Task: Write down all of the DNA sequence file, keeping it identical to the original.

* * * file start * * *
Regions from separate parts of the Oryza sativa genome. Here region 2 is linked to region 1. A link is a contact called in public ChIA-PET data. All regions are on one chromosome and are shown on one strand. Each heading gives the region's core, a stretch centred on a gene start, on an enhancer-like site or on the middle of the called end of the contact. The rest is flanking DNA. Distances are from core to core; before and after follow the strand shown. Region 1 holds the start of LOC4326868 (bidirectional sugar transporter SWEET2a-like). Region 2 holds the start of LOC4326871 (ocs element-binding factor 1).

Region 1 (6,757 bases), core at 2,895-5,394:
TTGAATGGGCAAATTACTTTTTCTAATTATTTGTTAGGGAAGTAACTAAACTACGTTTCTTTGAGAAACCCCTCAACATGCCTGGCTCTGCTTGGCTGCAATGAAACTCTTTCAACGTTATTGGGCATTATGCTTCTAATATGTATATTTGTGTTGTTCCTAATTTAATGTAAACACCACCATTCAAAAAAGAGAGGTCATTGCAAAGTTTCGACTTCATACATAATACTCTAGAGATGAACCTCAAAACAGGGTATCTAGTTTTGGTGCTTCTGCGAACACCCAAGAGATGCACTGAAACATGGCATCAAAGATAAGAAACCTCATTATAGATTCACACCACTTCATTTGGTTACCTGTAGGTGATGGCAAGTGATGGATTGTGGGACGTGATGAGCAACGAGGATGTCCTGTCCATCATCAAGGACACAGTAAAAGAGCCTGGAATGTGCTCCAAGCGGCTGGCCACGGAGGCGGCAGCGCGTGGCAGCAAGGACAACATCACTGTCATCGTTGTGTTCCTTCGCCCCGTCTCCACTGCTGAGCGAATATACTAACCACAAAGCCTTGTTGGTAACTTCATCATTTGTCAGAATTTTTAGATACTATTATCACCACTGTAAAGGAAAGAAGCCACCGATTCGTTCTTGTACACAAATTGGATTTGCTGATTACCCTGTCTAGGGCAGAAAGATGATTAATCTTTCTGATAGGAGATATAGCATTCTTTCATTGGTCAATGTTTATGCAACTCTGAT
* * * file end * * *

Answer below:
Regions from separate parts of the Oryza sativa genome. Here region 2 is linked to region 1. A link is a contact called in public ChIA-PET data. All regions are on one chromosome and are shown on one strand. Each heading gives the region's core, a stretch centred on a gene start, on an enhancer-like site or on the middle of the called end of the contact. The rest is flanking DNA. Distances are from core to core; before and after follow the strand shown. Region 1 holds the start of LOC4326868 (bidirectional sugar transporter SWEET2a-like). Region 2 holds the start of LOC4326871 (ocs element-binding factor 1).

Region 1 (6,757 bases), core at 2,895-5,394:
TTGAATGGGCAAATTACTTTTTCTAATTATTTGTTAGGGAAGTAACTAAACTACGTTTCTTTGAGAAACCCCTCAACATGCCTGGCTCTGCTTGGCTGCAATGAAACTCTTTCAACGTTATTGGGCATTATGCTTCTAATATGTATATTTGTGTTGTTCCTAATTTAATGTAAACACCACCATTCAAAAAAGAGAGGTCATTGCAAAGTTTCGACTTCATACATAATACTCTAGAGATGAACCTCAAAACAGGGTATCTAGTTTTGGTGCTTCTGCGAACACCCAAGAGATGCACTGAAACATGGCATCAAAGATAAGAAACCTCATTATAGATTCACACCACTTCATTTGGTTACCTGTAGGTGATGGCAAGTGATGGATTGTGGGACGTGATGAGCAACGAGGATGTCCTGTCCATCATCAAGGACACAGTAAAAGAGCCTGGAATGTGCTCCAAGCGGCTGGCCACGGAGGCGGCAGCGCGTGGCAGCAAGGACAACATCACTGTCATCGTTGTGTTCCTTCGCCCCGTCTCCACTGCTGAGCGAATATACTAACCACAAAGCCTTGTTGGTAACTTCATCATTTGTCAGAATTTTTAGATACTATTATCACCACTGTAAAGGAAAGAAGCCACCGATTCGTTCTTGTACACAAATTGGATTTGCTGATTACCCTGTCTAGGGCAGAAAGATGATTAATCTTTCTGATAGGAGATATAGCATTCTTTCATTGGTCAATGTTTATGCAACTCTGAT